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Leaders lead.

They make no excuses about their inheritance, the crews or the present climate and they do not lead with an attitude of fear and they surround themselves with great people.

Leaders don’t carry a white flag, they plan to win.

Many years ago, I printed off one of the writings of General George S. Patton. I studied the document again and again, analyzing the words, the intent and meaning of the message. Since General Patton was a uniformed commander and a leader in the military, he rarely hid his words and feelings in the shadows or under the skirt of political correctness. His writings have survived the test of time.

Throughout the Patton document, I replaced the word Army with Fire Department. The result was that Patton’s message came into focus and made perfect sense for the Fire Service. It could have been written about and delivered to the Fire Service, instead of to an Army.

I did the same with the report from the Charleston Sofa Super Store fire, substituting the name of my city for Charleston. The revised report was revealing. As we know, many of the issues in the Fire Service are the same if we simply change the names on a report and read it again slowly with an open mind.

The accomplishments and writings of leadership legends with names like Patton, Jackson, Nimitz, Halsey, Mattis, Puller, Honor’e, McAuliffe and McCrystal are studied in our institutes and universities of higher learning and will be for as long as leadership is a course of study. Fire Service leaders and those who wish to become leaders should study them also.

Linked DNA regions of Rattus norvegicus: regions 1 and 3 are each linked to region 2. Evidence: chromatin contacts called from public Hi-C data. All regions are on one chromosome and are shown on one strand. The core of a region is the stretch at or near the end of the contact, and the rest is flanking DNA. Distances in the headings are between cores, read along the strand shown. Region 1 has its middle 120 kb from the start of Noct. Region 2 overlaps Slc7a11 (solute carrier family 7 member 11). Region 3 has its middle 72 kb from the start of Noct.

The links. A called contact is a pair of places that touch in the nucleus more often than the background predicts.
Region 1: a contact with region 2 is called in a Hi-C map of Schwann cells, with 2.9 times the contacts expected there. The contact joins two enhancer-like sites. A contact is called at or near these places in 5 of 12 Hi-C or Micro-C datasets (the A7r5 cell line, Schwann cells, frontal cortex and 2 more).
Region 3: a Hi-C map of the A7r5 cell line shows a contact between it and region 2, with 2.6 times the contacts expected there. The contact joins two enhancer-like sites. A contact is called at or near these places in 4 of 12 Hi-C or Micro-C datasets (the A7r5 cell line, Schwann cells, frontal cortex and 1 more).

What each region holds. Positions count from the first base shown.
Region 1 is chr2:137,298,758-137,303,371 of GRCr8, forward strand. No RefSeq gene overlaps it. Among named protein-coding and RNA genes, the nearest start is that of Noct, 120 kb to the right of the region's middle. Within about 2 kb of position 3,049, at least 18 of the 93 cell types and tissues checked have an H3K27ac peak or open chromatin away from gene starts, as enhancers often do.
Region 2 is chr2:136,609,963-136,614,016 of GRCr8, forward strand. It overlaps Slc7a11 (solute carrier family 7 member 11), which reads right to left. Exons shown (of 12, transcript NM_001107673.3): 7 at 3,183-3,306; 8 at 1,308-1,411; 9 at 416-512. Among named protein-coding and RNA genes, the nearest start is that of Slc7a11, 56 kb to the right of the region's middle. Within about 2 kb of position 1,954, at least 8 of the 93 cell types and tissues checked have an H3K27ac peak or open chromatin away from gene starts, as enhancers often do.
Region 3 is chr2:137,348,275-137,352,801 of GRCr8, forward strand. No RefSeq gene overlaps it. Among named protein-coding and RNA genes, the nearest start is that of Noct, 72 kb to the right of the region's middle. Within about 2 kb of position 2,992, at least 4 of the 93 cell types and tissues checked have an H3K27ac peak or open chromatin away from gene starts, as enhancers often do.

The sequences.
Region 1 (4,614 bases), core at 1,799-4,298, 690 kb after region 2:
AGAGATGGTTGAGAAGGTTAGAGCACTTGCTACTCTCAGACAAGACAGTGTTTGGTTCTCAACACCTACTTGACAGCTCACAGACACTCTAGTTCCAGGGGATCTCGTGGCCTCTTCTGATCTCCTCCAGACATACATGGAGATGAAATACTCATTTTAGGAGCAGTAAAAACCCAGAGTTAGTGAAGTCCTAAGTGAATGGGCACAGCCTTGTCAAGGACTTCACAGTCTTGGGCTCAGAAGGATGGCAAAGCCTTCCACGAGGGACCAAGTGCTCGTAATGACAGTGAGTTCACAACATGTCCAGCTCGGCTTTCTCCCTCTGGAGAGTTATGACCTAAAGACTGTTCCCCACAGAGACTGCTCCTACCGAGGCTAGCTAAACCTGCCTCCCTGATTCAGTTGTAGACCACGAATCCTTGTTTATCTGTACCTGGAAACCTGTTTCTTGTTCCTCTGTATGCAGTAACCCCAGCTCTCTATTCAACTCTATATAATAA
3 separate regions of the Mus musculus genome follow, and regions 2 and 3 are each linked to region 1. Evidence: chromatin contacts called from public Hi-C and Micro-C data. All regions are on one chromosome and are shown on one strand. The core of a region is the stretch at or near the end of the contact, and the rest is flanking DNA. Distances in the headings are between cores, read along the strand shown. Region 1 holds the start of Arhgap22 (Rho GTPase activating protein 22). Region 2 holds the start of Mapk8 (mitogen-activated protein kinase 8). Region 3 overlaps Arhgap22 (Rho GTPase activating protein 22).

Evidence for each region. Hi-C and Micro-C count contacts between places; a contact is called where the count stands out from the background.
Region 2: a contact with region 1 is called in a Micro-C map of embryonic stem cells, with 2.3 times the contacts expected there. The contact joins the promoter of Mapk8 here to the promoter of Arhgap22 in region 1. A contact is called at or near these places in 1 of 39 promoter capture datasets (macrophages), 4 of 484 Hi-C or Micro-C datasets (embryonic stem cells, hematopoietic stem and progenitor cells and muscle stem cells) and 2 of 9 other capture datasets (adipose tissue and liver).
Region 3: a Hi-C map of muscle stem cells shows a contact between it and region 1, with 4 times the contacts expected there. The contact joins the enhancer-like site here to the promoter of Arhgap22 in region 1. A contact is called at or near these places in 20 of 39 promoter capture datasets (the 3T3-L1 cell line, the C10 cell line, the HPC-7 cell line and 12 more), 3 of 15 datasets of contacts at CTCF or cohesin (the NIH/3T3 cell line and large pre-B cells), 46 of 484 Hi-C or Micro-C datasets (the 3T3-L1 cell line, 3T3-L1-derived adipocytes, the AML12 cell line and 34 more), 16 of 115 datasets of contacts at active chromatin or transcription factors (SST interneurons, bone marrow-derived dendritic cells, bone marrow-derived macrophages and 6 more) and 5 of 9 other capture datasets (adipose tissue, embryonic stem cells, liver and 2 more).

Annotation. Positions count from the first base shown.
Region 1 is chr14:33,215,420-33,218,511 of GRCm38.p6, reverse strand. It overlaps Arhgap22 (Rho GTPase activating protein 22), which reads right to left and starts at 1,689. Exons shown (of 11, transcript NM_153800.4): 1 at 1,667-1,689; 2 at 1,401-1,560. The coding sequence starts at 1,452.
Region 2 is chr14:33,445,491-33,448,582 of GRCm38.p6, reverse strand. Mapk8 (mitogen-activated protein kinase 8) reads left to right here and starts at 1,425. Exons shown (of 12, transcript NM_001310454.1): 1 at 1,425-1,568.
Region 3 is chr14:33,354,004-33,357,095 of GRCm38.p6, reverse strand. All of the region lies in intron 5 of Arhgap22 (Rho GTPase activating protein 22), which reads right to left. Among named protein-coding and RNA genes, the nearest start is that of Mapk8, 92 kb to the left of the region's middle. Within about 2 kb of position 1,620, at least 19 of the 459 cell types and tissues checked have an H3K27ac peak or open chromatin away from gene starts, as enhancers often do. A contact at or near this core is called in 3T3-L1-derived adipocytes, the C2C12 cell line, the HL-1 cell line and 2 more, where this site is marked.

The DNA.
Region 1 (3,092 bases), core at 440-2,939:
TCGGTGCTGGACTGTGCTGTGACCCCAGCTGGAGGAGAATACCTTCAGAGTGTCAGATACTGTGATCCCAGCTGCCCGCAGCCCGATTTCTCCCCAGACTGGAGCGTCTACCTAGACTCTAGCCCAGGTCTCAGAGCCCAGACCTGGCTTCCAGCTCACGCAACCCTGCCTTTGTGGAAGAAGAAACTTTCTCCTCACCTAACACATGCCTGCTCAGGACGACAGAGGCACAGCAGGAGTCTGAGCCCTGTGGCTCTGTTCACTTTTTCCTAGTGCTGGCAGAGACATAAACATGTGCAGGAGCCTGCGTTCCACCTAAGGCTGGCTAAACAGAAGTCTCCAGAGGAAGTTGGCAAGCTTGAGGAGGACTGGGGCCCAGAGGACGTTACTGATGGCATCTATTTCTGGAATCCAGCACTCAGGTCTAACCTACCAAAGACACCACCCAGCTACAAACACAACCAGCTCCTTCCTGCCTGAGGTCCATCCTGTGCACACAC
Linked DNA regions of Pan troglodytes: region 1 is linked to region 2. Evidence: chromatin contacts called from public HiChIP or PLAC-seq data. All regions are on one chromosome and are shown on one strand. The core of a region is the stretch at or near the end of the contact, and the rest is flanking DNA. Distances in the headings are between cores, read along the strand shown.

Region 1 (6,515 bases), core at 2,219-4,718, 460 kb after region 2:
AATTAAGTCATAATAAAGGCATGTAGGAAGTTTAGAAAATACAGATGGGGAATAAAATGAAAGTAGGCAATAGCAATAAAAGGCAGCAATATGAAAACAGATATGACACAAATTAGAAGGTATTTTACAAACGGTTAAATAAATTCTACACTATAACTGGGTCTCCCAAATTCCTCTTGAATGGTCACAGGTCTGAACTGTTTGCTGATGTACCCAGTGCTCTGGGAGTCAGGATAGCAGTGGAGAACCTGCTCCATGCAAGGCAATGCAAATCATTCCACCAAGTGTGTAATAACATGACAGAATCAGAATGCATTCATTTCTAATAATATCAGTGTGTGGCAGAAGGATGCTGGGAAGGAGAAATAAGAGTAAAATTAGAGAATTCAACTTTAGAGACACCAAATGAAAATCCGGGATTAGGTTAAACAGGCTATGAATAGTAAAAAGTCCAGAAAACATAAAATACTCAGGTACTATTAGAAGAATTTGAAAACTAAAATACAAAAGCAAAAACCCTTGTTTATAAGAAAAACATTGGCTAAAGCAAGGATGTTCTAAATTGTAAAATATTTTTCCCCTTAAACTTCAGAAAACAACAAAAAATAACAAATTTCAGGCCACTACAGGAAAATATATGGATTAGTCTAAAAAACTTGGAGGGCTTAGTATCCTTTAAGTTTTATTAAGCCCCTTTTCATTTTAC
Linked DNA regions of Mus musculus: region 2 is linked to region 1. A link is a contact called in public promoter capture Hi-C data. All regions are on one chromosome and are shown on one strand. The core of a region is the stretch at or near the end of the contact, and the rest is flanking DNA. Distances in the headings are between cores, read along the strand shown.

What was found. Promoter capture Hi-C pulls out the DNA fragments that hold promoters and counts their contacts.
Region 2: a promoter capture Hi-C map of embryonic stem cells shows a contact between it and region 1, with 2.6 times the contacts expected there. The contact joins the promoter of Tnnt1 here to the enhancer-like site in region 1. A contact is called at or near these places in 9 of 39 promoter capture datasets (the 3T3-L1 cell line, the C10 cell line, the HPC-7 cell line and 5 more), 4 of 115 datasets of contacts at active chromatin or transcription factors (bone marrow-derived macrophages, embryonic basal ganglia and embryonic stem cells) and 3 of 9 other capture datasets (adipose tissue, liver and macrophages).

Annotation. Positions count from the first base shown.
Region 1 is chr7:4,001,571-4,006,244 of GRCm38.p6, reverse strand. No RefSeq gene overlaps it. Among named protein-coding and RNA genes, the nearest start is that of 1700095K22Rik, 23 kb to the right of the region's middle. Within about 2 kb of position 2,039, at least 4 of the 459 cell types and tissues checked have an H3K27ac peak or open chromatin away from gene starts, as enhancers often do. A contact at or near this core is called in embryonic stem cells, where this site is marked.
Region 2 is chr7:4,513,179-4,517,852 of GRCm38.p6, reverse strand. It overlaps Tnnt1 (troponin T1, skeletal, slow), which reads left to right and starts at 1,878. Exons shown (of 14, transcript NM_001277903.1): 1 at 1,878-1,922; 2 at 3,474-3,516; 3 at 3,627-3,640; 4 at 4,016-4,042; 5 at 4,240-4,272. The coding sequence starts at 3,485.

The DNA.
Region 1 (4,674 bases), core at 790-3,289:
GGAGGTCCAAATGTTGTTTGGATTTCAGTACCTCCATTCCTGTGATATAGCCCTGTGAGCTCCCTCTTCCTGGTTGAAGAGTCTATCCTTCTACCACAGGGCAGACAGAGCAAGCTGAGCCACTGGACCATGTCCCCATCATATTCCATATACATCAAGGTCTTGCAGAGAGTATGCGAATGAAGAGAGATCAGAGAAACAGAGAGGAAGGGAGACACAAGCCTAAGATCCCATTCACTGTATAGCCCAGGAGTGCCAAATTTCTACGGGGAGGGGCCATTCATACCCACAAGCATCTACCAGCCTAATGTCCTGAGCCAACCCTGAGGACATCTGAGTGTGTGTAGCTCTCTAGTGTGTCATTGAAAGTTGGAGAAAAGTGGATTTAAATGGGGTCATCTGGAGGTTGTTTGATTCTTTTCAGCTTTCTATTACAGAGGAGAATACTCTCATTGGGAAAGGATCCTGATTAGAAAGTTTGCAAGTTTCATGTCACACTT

Like all of us, these leaders did not look alike, they wore different patches and uniforms and they came from different times, places, backgrounds and influences. Leadership is Leadership, whether in sports, politics, the military or in the fire service. All great leaders share similar leadership traits and paramount among them is that no winner or great leader ever stood on a pile of bovine scatology and called it high ground and none of them carried a white flag into battle.

Imagine today if the fire service could have these great leaders, from different generations, sit together on a panel and ask them questions about leadership and what a found treasure it would be to have each of them compose a one page document on the subject of their leadership. I would suggest that the issues faced today by the fire service would quickly be addressed and directed toward workable solutions by the end of the day, even though these leaders were not involved in Fire Service.  

Here are some of the tender questions that I suspect would be asked and I can only imagine the answers from Mad Dog Mattis, Raging Cajun Honor’e, Bull Halsey, Chesty Puller, Old Blood and Guts Patton and Thomas Stonewall Jackson: